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Ive been roaming around the interwebs looking for my first open-source project to contribute to - and most cool ones seem to be one-man bands on github, which I could fork - but wouldnt quite provide the code review etc. i think i want, so i can improve my python abilities.

Web.py, flask, celery, twisted etc look interesting - so far only the latter seems like a candidate for something I could properly contribute to, but even though im a decent(ish) python programmer, I think the whole event driven thing is probably too steep a learning curve for me to be able to contribute meaningfully for a while... so i'd probably like to start elsewhere.

Any suggestions?

btw. yes, there is a duplicate question here: http://stackoverflow.com/questions/117561/what-are-good-open-source-projects-in-python-for-which-i-can-be-a-contributor - but it is two years old, I think it is fair to assume new stuff / projects will have emerged in the interim.


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closed as not constructive by Bill the Lizard Aug 8 '12 at 19:48

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I suggest you to choose one of the libs you often use and try to improve it for yourself or fix something you don't like about it. IMHO, recipe of the best code contribution is your own demands and interest, not because somebody persuaded you. – taro Sep 12 '10 at 15:38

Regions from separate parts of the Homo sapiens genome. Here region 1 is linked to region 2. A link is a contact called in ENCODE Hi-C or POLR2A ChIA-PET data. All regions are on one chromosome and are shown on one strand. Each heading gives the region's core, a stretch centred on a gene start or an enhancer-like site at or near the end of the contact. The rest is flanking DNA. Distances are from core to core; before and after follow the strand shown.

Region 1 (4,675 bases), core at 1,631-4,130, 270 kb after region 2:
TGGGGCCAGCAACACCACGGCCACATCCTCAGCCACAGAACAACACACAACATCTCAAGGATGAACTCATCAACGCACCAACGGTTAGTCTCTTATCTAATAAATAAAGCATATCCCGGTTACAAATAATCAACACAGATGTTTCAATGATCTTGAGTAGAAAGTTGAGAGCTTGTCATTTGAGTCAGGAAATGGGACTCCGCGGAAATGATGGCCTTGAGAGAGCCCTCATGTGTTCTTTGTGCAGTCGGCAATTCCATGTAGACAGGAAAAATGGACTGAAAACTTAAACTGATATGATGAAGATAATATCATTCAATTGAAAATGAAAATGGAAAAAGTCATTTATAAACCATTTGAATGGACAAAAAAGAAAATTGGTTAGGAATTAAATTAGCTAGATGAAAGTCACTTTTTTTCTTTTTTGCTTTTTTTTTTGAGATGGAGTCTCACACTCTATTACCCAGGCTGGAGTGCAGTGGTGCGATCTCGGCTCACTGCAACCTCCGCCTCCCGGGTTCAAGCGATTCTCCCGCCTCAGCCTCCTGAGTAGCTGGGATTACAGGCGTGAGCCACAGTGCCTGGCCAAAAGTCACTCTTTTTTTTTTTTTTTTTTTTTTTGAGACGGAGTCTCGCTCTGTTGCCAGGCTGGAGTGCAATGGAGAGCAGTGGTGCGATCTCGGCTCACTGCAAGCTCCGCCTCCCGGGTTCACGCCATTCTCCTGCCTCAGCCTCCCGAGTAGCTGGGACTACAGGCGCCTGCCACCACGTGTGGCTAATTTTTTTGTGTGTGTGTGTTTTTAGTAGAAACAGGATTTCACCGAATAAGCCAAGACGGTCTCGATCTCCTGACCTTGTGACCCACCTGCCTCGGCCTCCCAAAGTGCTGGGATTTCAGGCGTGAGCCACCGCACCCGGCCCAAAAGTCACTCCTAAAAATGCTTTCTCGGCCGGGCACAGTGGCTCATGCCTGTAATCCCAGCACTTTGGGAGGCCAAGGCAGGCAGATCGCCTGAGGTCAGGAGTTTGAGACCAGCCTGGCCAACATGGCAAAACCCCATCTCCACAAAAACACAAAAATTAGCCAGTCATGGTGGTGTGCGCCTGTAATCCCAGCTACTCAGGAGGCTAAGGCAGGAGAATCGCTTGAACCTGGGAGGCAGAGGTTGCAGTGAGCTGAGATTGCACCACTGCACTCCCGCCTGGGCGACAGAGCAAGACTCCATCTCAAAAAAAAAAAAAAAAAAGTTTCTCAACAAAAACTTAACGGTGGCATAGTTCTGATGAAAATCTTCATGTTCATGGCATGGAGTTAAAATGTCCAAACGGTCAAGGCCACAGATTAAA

why do you feel you can't contribute to celery? I would be very happy if you did, and I'm willing to answer any questions necessary for you to get started! – asksol Sep 14 '10 at 9:24
sweet - well you'll be hearing from me in that case :) – malangi Sep 15 '10 at 22:56
up vote 2 down vote accepted

You could have a look and see if you find RCTK interesting to contribute to. I'm trying to be as pythonic as possible, it actually supports python 3 if you find that interesting, and even writing demo applications is considered very useful.

I (the head developer) currently already have two contributes whose code I review. This seems to work well.

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Looking through the google summer of code proposals is a possibility -- not all the projects have been picked by students, and the organizations probably still would welcome anyone willing to work on them. Participating in gsoc is another option, of course!

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